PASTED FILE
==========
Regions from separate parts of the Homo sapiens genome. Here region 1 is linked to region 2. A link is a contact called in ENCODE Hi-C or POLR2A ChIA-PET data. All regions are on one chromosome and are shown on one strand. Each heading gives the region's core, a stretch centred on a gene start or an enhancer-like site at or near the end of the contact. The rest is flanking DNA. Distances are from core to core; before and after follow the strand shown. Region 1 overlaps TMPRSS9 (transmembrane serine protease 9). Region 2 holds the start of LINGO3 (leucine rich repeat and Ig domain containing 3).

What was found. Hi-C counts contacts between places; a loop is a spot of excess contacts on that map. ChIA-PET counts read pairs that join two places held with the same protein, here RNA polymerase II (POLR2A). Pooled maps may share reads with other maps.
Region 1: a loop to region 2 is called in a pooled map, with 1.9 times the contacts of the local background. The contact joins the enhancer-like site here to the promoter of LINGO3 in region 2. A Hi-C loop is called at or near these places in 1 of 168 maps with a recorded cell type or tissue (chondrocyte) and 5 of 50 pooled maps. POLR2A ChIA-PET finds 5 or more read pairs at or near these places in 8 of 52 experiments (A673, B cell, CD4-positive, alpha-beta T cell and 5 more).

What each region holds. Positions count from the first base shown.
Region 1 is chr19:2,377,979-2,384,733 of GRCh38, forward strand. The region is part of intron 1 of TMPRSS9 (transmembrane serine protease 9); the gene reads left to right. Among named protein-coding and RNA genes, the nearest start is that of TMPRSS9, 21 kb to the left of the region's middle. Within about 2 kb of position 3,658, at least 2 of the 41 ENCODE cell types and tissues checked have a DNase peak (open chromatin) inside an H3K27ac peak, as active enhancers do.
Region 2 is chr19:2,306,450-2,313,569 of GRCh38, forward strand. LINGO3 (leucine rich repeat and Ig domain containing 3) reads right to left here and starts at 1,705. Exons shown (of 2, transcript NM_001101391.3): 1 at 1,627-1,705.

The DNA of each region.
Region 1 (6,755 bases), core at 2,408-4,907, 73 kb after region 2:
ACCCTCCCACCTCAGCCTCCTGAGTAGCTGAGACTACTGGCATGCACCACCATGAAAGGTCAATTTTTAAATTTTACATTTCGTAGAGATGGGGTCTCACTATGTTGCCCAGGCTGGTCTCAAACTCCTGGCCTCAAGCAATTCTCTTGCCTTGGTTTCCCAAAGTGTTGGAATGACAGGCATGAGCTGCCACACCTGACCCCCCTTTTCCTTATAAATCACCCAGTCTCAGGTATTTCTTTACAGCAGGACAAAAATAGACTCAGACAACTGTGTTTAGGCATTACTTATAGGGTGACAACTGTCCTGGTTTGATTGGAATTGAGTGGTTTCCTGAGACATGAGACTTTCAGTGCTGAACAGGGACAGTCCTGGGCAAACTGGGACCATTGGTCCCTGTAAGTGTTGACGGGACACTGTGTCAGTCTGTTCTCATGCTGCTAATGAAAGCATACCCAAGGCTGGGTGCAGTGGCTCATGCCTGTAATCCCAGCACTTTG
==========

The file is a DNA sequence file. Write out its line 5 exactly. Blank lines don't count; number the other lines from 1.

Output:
Region 1 is chr19:2,377,979-2,384,733 of GRCh38, forward strand. The region is part of intron 1 of TMPRSS9 (transmembrane serine protease 9); the gene reads left to right. Among named protein-coding and RNA genes, the nearest start is that of TMPRSS9, 21 kb to the left of the region's middle. Within about 2 kb of position 3,658, at least 2 of the 41 ENCODE cell types and tissues checked have a DNase peak (open chromatin) inside an H3K27ac peak, as active enhancers do.